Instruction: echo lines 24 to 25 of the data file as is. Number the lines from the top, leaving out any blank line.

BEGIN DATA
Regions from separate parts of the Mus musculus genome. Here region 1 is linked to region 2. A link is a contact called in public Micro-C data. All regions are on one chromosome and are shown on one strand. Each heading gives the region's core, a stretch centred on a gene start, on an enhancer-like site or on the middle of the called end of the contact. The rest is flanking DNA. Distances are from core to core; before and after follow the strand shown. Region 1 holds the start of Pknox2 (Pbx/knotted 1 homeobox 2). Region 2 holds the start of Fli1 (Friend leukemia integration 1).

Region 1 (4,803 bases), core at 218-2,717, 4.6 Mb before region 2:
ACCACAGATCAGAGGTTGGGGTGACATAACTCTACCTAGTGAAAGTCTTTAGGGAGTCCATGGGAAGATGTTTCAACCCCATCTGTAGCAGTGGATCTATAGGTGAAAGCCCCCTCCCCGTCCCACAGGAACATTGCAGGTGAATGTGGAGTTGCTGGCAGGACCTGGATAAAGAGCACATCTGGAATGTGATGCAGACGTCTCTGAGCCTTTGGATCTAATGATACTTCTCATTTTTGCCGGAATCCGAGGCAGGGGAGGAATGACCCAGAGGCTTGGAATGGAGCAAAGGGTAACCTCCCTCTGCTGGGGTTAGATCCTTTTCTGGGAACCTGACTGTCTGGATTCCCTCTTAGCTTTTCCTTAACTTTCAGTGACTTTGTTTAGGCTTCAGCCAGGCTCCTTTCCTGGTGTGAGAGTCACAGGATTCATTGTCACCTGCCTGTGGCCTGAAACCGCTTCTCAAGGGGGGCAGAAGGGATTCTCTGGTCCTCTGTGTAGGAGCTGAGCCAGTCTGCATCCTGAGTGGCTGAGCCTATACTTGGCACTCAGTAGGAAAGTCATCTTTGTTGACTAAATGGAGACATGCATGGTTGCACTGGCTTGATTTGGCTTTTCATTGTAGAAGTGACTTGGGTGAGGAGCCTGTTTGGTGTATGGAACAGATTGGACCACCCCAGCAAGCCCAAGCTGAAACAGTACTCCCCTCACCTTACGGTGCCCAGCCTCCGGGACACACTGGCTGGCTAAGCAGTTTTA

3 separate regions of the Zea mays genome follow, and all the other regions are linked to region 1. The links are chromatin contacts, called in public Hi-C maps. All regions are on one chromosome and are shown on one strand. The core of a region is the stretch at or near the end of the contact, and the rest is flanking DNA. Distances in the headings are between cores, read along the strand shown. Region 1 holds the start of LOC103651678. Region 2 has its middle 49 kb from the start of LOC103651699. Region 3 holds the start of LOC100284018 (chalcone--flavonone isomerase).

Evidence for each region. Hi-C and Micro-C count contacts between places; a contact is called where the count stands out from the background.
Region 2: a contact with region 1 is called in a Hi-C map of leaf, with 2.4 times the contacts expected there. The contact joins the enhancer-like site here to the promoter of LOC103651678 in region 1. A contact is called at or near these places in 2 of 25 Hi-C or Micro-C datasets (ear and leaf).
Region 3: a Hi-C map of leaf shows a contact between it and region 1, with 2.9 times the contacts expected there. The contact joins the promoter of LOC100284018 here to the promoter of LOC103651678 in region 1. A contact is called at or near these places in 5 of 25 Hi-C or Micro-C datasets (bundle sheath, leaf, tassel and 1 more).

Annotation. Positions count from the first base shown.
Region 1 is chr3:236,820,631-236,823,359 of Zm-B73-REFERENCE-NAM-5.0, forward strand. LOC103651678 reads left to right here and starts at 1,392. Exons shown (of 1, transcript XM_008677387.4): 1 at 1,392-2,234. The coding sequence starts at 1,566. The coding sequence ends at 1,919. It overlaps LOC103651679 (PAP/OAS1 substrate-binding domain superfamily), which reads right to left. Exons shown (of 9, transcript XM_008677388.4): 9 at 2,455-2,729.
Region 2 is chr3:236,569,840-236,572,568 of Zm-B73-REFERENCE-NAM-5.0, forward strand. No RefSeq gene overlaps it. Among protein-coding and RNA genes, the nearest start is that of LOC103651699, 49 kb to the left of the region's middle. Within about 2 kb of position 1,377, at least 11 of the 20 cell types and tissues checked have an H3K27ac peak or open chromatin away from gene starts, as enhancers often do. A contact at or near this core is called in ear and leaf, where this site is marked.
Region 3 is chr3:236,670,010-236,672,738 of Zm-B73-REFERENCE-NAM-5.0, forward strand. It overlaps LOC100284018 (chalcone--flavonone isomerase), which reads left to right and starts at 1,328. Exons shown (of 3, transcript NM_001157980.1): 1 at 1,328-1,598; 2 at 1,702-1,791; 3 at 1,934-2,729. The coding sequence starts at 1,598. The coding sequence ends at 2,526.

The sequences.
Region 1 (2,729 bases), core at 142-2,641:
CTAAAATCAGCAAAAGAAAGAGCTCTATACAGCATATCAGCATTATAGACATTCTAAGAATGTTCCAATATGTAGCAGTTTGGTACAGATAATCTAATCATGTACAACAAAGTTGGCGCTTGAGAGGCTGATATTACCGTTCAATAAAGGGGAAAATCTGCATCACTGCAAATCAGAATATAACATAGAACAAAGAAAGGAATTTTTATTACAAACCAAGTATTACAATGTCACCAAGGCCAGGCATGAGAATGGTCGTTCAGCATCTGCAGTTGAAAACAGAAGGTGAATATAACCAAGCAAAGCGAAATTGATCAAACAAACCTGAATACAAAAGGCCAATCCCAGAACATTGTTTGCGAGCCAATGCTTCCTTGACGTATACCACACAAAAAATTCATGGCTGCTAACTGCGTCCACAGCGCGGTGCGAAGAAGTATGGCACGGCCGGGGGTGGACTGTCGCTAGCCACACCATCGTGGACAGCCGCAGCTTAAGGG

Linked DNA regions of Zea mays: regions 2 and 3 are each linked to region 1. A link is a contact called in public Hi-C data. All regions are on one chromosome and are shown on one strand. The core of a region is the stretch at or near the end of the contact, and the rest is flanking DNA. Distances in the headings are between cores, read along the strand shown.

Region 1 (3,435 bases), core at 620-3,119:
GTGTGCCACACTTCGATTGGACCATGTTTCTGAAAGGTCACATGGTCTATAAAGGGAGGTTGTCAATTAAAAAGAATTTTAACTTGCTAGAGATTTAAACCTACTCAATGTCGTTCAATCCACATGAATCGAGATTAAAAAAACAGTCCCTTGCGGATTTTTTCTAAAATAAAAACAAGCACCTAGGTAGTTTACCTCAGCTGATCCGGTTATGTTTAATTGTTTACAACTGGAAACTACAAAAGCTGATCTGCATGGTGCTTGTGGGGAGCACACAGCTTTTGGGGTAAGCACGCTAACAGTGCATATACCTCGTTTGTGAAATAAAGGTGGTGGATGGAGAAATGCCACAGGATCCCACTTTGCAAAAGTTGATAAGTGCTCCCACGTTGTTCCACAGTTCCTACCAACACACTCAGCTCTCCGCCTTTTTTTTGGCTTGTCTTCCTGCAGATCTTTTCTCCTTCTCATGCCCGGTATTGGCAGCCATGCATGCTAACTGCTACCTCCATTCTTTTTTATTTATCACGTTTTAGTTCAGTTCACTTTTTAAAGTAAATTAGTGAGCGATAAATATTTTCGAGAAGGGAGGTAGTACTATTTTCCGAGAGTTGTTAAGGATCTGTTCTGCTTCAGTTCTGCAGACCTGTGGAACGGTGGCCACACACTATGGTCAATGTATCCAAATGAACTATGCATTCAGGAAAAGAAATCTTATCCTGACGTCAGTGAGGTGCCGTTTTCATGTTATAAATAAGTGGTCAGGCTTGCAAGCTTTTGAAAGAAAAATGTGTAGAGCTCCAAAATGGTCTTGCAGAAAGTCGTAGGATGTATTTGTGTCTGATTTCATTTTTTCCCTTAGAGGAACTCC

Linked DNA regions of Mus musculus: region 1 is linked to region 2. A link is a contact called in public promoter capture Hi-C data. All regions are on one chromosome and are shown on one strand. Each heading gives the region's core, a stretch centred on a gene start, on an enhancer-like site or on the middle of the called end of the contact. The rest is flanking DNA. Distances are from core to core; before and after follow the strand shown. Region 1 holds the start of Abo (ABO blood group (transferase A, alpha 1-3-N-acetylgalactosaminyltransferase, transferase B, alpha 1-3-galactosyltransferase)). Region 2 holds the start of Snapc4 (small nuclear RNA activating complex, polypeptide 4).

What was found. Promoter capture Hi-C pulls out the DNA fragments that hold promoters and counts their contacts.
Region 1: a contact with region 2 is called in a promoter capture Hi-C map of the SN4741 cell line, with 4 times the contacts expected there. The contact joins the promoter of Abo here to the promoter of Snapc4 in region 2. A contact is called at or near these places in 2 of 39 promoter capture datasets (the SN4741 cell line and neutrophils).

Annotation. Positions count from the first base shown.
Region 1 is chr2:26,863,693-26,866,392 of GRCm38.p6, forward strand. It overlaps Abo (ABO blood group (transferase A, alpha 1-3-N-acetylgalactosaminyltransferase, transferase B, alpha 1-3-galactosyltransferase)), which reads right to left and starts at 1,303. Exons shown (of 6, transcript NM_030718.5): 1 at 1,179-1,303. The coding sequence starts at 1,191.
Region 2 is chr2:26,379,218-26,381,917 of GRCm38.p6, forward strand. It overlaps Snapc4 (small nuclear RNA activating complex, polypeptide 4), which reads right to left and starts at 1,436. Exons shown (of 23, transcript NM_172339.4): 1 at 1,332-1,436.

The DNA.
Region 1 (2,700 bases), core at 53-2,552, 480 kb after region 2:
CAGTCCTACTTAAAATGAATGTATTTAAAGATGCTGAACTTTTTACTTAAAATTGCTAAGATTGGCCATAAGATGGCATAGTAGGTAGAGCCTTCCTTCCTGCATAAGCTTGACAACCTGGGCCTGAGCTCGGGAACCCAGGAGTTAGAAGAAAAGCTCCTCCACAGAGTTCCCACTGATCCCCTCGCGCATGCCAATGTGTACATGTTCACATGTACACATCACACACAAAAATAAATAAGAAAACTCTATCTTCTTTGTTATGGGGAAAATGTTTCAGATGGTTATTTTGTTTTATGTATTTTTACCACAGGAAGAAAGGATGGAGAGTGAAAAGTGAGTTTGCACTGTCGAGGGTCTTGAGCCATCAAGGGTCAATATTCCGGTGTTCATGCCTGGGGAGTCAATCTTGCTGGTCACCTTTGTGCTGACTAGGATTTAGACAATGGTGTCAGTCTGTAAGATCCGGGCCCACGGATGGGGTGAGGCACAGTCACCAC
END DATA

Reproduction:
The DNA.
Region 1 (2,700 bases), core at 53-2,552, 480 kb after region 2: